"Prexy" (Rozell W.) Nesbitt, an educator, activist and lecturer with more than 50 years of experience, will give this year's Martin Luther King, Jr. Day lecture at 7 p.m. Monday, Jan. 19, in the Valders Hall of Science Room 206 on the Luther College campus.
His lecture titled, "'Dreams Deferred,' 'Beyond Vietnam,' 'Mary Jane,' and 'The Wall Between': Memorializing Martin Luther King and Nelson Mandela," is open to the public with no charge for admission.
Nesbitt's influence as an educator and labor activist stretches from Chicago to southern Africa. In his hometown of Chicago, he has worked as a social worker, union organizer, special assistant to Chicago's mayor Harold Washington, and a senior program officer with the MacArthur Foundation. He fought South African apartheid and the effects of colonialism in Angola, Mozambique, Zimbabwe and Namibi from within the US and also during over 100 trips to Africa, including secret excursions into apartheid-torn South Africa.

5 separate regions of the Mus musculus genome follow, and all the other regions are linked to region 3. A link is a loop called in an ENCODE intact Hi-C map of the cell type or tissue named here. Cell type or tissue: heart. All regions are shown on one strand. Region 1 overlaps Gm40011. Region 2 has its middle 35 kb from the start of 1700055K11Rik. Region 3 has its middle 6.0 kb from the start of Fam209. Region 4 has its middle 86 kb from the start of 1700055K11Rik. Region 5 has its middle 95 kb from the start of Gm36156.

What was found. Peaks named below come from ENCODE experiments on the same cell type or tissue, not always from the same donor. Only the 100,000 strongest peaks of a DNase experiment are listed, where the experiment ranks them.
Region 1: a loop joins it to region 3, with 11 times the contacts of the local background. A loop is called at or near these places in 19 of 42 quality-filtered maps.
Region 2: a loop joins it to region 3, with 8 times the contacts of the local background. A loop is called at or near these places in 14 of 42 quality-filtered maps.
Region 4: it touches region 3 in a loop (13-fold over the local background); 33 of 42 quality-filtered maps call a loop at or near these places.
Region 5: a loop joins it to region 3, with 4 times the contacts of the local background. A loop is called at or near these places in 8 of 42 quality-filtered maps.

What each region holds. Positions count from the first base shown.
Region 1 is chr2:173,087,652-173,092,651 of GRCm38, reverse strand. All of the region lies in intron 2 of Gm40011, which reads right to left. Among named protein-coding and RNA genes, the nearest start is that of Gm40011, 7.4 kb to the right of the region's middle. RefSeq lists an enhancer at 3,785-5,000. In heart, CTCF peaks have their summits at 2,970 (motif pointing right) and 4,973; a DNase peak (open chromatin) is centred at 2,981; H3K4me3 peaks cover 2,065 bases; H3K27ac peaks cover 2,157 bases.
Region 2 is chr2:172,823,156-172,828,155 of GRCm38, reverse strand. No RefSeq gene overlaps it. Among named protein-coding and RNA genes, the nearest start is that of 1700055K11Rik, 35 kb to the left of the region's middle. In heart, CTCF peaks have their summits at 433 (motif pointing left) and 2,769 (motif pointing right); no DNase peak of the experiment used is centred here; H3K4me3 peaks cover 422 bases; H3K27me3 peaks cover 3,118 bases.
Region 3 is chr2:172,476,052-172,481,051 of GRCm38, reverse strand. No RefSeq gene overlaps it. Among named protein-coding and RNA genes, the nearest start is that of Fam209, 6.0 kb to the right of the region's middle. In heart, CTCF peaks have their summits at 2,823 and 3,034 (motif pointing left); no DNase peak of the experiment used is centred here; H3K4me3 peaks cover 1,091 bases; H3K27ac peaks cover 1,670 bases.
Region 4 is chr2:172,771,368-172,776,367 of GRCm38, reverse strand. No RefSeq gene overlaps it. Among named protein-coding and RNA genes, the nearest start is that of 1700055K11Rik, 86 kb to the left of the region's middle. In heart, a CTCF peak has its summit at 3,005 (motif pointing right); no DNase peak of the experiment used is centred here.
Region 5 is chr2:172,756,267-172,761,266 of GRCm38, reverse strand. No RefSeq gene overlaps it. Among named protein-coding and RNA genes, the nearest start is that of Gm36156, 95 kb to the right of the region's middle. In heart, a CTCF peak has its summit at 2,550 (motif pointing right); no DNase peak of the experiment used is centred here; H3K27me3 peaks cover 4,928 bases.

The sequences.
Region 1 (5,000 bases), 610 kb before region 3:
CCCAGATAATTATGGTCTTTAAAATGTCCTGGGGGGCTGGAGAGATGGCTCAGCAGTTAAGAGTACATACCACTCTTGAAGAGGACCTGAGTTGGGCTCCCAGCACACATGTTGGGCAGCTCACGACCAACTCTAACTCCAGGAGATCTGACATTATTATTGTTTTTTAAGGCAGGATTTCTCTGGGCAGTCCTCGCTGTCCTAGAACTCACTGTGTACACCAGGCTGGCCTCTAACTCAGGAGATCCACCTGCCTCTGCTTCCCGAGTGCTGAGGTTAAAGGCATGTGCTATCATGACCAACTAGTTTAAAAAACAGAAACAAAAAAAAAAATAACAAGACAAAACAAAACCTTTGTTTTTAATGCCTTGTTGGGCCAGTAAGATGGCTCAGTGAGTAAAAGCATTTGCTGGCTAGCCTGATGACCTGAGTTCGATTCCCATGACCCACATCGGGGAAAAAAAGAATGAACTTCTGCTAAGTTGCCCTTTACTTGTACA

The author of a number of works, Nesbitt has published the book, "Apartheid in Our Living Rooms," and articles in 25 international journals. He was interviewed for several documentaries, including "The End of the Nightstick," a 1993 piece on police brutality in Chicago, and "Soft Vengeance," a 2014 piece on the life of the South African High Court Justice, Albie Sachs.
Although his own accomplishments are far-reaching, those who know Nesbitt well cite his proudest achievements as working with key figures in civil rights and anti-apartheid movements, including Martin Luther King, Jr. and Nelson Mandela.
Nesbitt teaches African history at Chicago's Columbia College. He continues to organize cultural and political tours to Africa through Making the Road, an organization he helped to found.
This lecture is sponsored by the Africana Studies department, the Lawrence and Queen Williams Endowment Fund, and the Paideia Endowment Fund.